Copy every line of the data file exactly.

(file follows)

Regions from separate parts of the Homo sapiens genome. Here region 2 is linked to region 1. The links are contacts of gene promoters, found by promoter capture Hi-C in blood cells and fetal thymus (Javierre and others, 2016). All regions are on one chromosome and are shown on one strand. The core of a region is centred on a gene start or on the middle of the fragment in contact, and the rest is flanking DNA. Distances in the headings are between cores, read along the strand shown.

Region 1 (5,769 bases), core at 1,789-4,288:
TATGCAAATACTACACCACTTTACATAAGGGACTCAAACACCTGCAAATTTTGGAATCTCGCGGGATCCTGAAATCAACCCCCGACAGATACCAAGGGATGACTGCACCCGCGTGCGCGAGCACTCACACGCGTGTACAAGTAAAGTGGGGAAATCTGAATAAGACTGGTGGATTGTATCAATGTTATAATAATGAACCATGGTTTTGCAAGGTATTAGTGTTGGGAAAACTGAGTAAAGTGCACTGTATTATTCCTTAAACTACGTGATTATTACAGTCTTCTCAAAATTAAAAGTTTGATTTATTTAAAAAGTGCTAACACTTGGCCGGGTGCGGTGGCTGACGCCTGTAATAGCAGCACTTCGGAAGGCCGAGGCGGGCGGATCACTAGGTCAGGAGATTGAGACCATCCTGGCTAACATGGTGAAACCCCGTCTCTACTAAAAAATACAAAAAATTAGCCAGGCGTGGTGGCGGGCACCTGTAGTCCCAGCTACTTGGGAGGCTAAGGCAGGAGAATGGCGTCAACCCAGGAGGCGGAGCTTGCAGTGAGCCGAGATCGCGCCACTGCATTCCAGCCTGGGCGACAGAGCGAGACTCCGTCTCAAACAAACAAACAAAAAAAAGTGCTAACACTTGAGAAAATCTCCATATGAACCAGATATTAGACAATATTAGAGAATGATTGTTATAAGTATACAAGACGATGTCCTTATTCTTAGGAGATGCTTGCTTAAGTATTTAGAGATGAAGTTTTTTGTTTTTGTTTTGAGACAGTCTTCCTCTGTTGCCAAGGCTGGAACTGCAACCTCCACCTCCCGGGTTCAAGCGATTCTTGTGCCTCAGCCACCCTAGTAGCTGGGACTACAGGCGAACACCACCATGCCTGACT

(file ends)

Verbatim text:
Regions from separate parts of the Homo sapiens genome. Here region 2 is linked to region 1. The links are contacts of gene promoters, found by promoter capture Hi-C in blood cells and fetal thymus (Javierre and others, 2016). All regions are on one chromosome and are shown on one strand. The core of a region is centred on a gene start or on the middle of the fragment in contact, and the rest is flanking DNA. Distances in the headings are between cores, read along the strand shown.

Region 1 (5,769 bases), core at 1,789-4,288:
TATGCAAATACTACACCACTTTACATAAGGGACTCAAACACCTGCAAATTTTGGAATCTCGCGGGATCCTGAAATCAACCCCCGACAGATACCAAGGGATGACTGCACCCGCGTGCGCGAGCACTCACACGCGTGTACAAGTAAAGTGGGGAAATCTGAATAAGACTGGTGGATTGTATCAATGTTATAATAATGAACCATGGTTTTGCAAGGTATTAGTGTTGGGAAAACTGAGTAAAGTGCACTGTATTATTCCTTAAACTACGTGATTATTACAGTCTTCTCAAAATTAAAAGTTTGATTTATTTAAAAAGTGCTAACACTTGGCCGGGTGCGGTGGCTGACGCCTGTAATAGCAGCACTTCGGAAGGCCGAGGCGGGCGGATCACTAGGTCAGGAGATTGAGACCATCCTGGCTAACATGGTGAAACCCCGTCTCTACTAAAAAATACAAAAAATTAGCCAGGCGTGGTGGCGGGCACCTGTAGTCCCAGCTACTTGGGAGGCTAAGGCAGGAGAATGGCGTCAACCCAGGAGGCGGAGCTTGCAGTGAGCCGAGATCGCGCCACTGCATTCCAGCCTGGGCGACAGAGCGAGACTCCGTCTCAAACAAACAAACAAAAAAAAGTGCTAACACTTGAGAAAATCTCCATATGAACCAGATATTAGACAATATTAGAGAATGATTGTTATAAGTATACAAGACGATGTCCTTATTCTTAGGAGATGCTTGCTTAAGTATTTAGAGATGAAGTTTTTTGTTTTTGTTTTGAGACAGTCTTCCTCTGTTGCCAAGGCTGGAACTGCAACCTCCACCTCCCGGGTTCAAGCGATTCTTGTGCCTCAGCCACCCTAGTAGCTGGGACTACAGGCGAACACCACCATGCCTGACT